2aqy DNA NMR Zhang, N., Phan, A.T., Patel, D.J. (2005) "(3 + 1) Assembly of three human telomeric repeats into an asymmetric dimeric G-quadruplex." J.Am.Chem.Soc., 127, 17277-17285. We present an NMR study on the structure of a DNA fragment of the human telomere containing three guanine-tracts, d(GGGTTAGGGTTAGGGT). This sequence forms in Na(+) solution a unique asymmetric dimeric quadruplex, in which the G-tetrad core involves all three G-tracts of one strand and only the last 3'-end G-tract of the other strand. We show that a three-repeat human telomeric sequence can also associate with a single-repeat human telomeric sequence into a structure with the same topology that we name (3 + 1) quadruplex assembly. In this G-quadruplex assembly, there are one syn.syn.syn.anti and two anti.anti.anti.syn G-tetrads, two edgewise loops, three G-tracts oriented in one direction and the fourth oriented in the opposite direction. We discuss the possible implications of the new folding topology for understanding the structure of telomeric DNA, including t-loop formation, and for targeting G-quadruplexes in the telomeres. (3+1) assembly of three human telomeric DNA repeats into an asymmetrical dimeric G-quadruplex. 3 G-tetrads, 1 G4 helix, 1 G4 stem · (3+1), UUUD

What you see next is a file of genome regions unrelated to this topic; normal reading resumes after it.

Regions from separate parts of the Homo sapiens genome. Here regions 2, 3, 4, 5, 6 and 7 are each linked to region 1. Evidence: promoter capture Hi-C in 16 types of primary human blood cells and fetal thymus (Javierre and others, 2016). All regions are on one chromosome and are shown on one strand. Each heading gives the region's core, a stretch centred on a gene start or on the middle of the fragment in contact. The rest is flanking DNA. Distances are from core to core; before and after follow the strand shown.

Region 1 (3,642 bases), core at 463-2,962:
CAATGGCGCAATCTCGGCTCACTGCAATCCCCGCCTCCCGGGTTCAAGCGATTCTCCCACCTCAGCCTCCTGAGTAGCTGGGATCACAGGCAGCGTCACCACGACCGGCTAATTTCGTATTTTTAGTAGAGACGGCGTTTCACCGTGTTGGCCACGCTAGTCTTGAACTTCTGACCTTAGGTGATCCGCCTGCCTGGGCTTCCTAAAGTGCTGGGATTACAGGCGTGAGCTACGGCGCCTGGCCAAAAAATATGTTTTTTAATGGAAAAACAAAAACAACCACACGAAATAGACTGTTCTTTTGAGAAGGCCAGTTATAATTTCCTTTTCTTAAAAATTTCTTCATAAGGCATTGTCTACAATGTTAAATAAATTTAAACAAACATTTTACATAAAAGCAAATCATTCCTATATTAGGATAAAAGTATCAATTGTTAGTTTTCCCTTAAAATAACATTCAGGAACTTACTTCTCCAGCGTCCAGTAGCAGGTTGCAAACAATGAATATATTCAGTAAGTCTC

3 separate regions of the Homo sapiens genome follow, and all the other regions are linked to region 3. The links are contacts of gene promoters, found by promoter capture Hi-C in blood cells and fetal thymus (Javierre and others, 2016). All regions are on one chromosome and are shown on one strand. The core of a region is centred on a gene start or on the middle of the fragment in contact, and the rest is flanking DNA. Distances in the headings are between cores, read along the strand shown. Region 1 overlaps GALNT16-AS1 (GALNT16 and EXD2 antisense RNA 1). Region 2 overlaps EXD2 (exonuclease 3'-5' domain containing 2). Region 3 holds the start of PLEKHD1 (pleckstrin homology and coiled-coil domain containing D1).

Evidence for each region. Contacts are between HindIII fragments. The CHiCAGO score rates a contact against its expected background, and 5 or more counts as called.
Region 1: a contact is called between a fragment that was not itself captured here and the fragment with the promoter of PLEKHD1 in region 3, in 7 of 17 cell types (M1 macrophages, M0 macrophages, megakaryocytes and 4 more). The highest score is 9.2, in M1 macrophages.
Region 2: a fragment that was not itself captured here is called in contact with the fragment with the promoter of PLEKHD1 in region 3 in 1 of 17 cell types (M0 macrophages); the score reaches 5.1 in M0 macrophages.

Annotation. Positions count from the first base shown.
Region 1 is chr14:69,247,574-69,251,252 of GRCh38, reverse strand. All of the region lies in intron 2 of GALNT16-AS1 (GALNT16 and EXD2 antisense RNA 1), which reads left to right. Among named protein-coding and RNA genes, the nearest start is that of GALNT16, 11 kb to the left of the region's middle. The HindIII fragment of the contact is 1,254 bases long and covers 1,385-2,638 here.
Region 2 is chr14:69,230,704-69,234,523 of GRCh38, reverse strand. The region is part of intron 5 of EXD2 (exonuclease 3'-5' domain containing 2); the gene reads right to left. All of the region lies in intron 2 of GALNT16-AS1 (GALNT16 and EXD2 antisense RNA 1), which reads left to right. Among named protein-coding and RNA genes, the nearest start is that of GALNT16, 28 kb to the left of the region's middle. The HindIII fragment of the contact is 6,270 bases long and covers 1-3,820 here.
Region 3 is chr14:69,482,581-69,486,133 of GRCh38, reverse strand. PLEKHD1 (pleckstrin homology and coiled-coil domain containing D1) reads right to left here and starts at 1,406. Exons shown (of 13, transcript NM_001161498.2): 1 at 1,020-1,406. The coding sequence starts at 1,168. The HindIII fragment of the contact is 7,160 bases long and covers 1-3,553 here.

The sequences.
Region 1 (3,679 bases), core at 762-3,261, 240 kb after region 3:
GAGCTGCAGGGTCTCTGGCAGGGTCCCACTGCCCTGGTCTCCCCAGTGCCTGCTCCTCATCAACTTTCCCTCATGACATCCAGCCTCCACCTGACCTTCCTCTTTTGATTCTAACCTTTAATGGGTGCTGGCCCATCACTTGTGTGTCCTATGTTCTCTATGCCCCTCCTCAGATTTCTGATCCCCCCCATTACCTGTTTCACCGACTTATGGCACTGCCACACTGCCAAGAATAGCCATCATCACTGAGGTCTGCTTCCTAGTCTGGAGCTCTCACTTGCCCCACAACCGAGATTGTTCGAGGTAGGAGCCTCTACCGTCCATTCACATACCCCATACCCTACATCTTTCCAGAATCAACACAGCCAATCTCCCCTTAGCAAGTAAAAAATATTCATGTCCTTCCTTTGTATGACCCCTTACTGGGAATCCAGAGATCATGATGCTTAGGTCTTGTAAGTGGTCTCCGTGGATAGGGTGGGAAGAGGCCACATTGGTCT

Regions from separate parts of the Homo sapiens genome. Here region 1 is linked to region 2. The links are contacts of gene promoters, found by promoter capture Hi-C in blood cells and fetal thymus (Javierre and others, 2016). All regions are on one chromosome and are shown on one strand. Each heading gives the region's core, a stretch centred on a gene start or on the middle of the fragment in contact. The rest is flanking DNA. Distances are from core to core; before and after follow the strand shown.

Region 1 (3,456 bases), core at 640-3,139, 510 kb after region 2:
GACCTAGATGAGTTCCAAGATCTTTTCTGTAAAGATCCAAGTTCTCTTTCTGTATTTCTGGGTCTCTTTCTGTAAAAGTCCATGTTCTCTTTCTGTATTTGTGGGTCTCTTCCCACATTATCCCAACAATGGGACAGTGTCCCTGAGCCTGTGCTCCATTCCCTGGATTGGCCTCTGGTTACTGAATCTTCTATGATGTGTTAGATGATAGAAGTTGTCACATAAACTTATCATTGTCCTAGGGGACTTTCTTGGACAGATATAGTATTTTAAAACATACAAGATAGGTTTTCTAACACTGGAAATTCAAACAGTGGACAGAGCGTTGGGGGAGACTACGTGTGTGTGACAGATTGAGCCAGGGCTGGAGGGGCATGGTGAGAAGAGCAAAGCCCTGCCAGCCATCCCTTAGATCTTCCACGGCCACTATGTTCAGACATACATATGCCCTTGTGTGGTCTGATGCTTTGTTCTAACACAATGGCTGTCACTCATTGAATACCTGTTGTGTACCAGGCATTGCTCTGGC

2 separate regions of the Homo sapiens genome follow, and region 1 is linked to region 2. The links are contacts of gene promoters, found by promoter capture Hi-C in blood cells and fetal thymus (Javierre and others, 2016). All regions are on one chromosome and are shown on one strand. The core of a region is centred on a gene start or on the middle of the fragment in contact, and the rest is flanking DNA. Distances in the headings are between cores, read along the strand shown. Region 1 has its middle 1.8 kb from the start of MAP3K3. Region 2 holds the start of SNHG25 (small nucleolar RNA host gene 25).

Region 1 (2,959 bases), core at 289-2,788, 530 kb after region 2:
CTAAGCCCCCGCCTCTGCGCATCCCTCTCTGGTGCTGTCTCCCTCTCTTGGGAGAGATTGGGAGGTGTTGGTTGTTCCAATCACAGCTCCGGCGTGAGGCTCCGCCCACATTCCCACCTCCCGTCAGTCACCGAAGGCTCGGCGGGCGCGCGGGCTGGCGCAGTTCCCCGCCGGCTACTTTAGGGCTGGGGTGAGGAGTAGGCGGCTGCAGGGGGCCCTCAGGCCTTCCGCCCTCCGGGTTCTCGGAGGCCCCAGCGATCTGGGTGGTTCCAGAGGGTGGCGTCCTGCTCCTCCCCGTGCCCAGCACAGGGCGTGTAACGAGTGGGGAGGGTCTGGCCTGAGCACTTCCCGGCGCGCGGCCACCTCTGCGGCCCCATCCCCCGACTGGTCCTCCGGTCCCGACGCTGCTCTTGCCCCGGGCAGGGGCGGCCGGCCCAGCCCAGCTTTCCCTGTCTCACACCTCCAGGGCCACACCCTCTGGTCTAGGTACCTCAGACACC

2avh* DNA X-ray (1.5 Å) Hazel, P., Parkinson, G.N., Neidle, S. (2006) "Topology variation and loop structural homology in crystal and simulated structures of a bimolecular DNA quadruplex." J.Am.Chem.Soc., 128, 5480-5487. The topology of DNA quadruplexes depends on the nature and number of the nucleotides linking G-quartet motifs. To assess the effects of a three-nucleotide TTT linker, the crystal structure of the DNA sequence d(G(4)T(3)G(4)) has been determined at 1.5 A resolution, together with that of the brominated analogue d(G(4)(Br)UTTG(4)) at 2.4 A resolution. Both sequences form bimolecular intermolecular G-quadruplexes with lateral loops. d(G(4)(Br)UTTG(4)) crystallized in the monoclinic space group P2(1) with three quadruplex molecules in the asymmetric unit, two associating together as a head-to-head stacked dimer, and the third as a single head-to-tail dimer. The head-to-head dimers have two lateral loops on the same G-quadruplex face and form an eight-G-quartet stack, with a linear array of seven K(+) ions between the quartets. d(G(4)T(3)G(4)) crystallized in the orthorhombic space group C222 and has a structure very similar to the head-to-tail dimer in the P2(1) unit cell. The sequence studied here is able to form several different folds; however, all four quadruplexes in the two structures have lateral loops, in contrast to the diagonal loops reported for the analogous quadruplex with T(4) loops. A total of seven independent T(3) loops were observed in the two structures. These can be classified into two discrete conformational classes, suggesting that these represent preferred loop conformations that are independent of crystal-packing forces. G4t3g4 dimeric quadruplex structure. 4 G-tetrads, 1 G4 helix, 1 G4 stem · (2+2), UDUD